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July 13, 2020

Ascend approaches FDA to market Acteev technology in masks

Ascend Performance Materials has submitted a 510(k) premarket notification to the US Food and Drug Administration (FDA) for clearance to market its Acteev technology for surgical masks to protect against the SARS-CoV-2 virus, which causes Covid-19.

Ascend Performance Materials has submitted a 510(k) premarket notification to the US Food and Drug Administration (FDA) for clearance to market its Acteev technology for surgical masks to protect against the SARS-CoV-2 virus, which causes Covid-19.

The pair of masks, a nanofibre and a microfibre nonwoven version, are each branded under the Acteev Biodefend line for medical devices.

They have been designed to deliver antiviral properties while providing barrier protection against microbes, harmful airborne particles and fluid splatter.

Laboratory tests have proved that Acteev technology can deactivate SARS-CoV-2 and other pathogens such as betacoronavirus OC43, H1N1, human coronavirus 229E and Gram-positive and Gram-negative bacteria, including staphylococcus and E. Coli.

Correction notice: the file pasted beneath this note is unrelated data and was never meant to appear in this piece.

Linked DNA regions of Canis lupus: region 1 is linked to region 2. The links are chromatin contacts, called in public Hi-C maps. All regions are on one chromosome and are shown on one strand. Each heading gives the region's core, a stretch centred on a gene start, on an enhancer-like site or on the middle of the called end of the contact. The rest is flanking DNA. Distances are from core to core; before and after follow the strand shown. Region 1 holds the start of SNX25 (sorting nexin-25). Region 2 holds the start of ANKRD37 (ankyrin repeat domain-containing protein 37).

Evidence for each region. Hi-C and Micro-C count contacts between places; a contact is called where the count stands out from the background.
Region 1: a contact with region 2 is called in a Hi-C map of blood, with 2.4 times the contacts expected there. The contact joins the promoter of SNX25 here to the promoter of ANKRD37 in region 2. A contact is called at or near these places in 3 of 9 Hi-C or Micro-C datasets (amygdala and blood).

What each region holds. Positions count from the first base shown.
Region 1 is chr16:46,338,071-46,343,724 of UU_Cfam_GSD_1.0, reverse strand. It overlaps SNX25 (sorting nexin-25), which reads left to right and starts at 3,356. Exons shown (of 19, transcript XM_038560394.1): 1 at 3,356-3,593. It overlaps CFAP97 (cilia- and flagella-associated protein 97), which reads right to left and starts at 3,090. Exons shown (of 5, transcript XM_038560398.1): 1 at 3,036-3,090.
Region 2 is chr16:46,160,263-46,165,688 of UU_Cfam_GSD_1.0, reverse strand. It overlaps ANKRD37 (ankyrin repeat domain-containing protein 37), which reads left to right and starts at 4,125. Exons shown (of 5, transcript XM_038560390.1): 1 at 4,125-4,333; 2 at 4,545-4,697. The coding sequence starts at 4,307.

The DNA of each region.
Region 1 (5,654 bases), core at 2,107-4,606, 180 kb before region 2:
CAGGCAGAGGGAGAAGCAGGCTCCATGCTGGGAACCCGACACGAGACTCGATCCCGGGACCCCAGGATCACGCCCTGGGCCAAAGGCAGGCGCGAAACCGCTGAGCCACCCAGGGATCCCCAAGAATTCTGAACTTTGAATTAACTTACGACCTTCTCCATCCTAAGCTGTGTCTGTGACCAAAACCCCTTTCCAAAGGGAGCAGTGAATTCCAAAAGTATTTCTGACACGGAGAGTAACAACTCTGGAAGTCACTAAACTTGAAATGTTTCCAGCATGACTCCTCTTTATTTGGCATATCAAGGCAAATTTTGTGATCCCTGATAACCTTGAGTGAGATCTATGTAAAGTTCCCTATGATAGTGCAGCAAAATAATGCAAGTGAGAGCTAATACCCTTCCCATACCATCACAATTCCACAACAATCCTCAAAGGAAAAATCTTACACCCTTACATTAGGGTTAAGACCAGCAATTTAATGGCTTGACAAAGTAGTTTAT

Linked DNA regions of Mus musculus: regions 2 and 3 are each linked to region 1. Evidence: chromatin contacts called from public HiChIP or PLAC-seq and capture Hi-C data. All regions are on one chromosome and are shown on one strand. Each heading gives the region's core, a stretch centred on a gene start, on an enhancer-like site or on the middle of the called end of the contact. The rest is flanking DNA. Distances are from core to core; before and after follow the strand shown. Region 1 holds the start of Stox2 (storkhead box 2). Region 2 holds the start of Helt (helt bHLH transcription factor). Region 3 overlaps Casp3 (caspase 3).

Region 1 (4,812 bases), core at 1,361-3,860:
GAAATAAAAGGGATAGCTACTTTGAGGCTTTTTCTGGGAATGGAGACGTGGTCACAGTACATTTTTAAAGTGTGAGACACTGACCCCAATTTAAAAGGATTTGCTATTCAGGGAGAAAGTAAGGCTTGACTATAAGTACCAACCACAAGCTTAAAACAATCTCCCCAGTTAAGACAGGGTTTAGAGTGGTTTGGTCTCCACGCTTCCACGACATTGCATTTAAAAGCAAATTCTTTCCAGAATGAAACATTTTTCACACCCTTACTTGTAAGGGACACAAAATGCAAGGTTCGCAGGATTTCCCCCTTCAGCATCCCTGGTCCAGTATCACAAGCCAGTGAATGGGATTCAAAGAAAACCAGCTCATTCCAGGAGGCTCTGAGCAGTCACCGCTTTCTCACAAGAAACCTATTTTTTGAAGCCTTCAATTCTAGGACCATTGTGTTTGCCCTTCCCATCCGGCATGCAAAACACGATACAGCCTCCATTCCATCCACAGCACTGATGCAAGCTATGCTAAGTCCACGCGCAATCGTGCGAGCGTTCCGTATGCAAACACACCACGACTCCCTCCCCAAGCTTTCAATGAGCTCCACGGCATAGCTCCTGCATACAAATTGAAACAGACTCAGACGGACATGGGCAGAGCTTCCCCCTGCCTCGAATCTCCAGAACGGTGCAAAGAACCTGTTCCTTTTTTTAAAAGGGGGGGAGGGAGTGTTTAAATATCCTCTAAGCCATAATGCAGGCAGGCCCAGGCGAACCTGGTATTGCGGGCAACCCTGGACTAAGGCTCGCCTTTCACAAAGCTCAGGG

The masks achieve antiviral effectiveness through active zinc ions embedded within the polymer structure of polyamide 66, a hygroscopic nylon material whose equilibrium moisture keeps the zinc ions active.

Furthermore, they are said to meet the requirements to qualify as Level III under ASTM F2100-19 standards, as tested by independent laboratories and Ascend scientists.

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According to the common international testing standard, Level III is the highest tier for physical barrier and safety properties.

Ascend noted that the technology has been tested in multiple end forms, including knit and woven fabrics, engineered plastics, and nanofibre meltblown.

The testing was conducted following the protocols of ISO, ASTM and other international standards organisations, the company said.

Ascend Performance Materials chief technology officer Vikram Gopal said: “Previous technologies rely on the materials within a mask to retain an electrical charge to achieve filtration efficiency. But when antimicrobial agents are added, those materials lose their charge and begin to fail as barriers.”

Ascend submitted its first 510(k) to the FDA last month to market a Level I surgical mask.

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